He put together a short list of top takeaways, which includes tips on personalization, data sources, relevance, and automation. A few simple adjustments to your campaigns might be the ticket to getting more responses and providing relevant communications and information to your customers.

If you would like to receive this free, quick read report, simply send me an email I will be happy to send it to you.

Patrick T. Whelan, President
pat@greatreachinc.com
978-332-5555

What is Your Customer Retention Strategy?

Happy New Year!

A very simple and extremely important message for the start of 2017!

• Develop a customer retention strategy and execute it. All growth begins with retention. Retention programs produce a higher ROI than new customer acquisition efforts.

• Deliver value by helping your clients develop customer retention programs as well. It’s much easier than it sounds.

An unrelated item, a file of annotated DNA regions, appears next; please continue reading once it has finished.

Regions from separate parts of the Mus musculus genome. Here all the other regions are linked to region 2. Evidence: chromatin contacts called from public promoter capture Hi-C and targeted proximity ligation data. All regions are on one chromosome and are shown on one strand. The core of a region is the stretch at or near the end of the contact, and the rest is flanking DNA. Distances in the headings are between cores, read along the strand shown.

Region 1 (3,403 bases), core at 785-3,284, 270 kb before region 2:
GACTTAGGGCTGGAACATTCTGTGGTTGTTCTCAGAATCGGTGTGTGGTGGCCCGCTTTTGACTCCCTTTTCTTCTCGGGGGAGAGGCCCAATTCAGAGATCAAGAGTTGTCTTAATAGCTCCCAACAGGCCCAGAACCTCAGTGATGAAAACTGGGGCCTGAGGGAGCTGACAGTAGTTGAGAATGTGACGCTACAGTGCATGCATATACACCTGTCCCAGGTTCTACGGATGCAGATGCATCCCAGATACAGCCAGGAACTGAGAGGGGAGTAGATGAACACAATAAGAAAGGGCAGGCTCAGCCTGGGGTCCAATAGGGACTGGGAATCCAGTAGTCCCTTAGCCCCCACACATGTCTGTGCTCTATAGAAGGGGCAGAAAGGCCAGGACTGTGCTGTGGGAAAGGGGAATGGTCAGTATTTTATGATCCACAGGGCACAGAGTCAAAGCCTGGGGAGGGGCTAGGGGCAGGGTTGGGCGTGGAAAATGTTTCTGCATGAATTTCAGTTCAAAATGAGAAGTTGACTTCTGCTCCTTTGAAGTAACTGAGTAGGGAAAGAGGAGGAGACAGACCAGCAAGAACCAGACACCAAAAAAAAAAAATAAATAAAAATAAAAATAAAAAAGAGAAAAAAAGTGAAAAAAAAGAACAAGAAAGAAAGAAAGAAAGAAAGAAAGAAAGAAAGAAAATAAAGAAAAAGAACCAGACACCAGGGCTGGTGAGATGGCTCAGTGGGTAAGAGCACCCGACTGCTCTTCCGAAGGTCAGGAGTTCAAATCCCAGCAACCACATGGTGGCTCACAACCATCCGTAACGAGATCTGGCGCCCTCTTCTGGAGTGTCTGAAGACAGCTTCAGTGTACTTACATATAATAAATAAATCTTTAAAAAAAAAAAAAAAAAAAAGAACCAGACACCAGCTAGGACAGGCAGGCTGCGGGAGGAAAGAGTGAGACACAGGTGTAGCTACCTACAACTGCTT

• The #1 reason customers defect is lack of communication. A cross media (don’t skimp on print) communication program is an easy and effective way to strengthen and protect existing customer relationships. In the process, you will also help cultivate new ones.

I’m happy to share my step by step roadmap for developing an effective customer retention strategy. Send me an email or give me a call, anytime!

Patrick T. Whelan, President
pat@greatreachinc.com
978-332-5555

Marketing for Printers: Avoid These Pitfalls

I’ve spent the last 21 years providing marketing tools to printers and mailers. In that time, I’ve been able to witness the common issues that seem to derail even the best-intentioned marketing efforts. Here are a few of the most common reasons why they fail: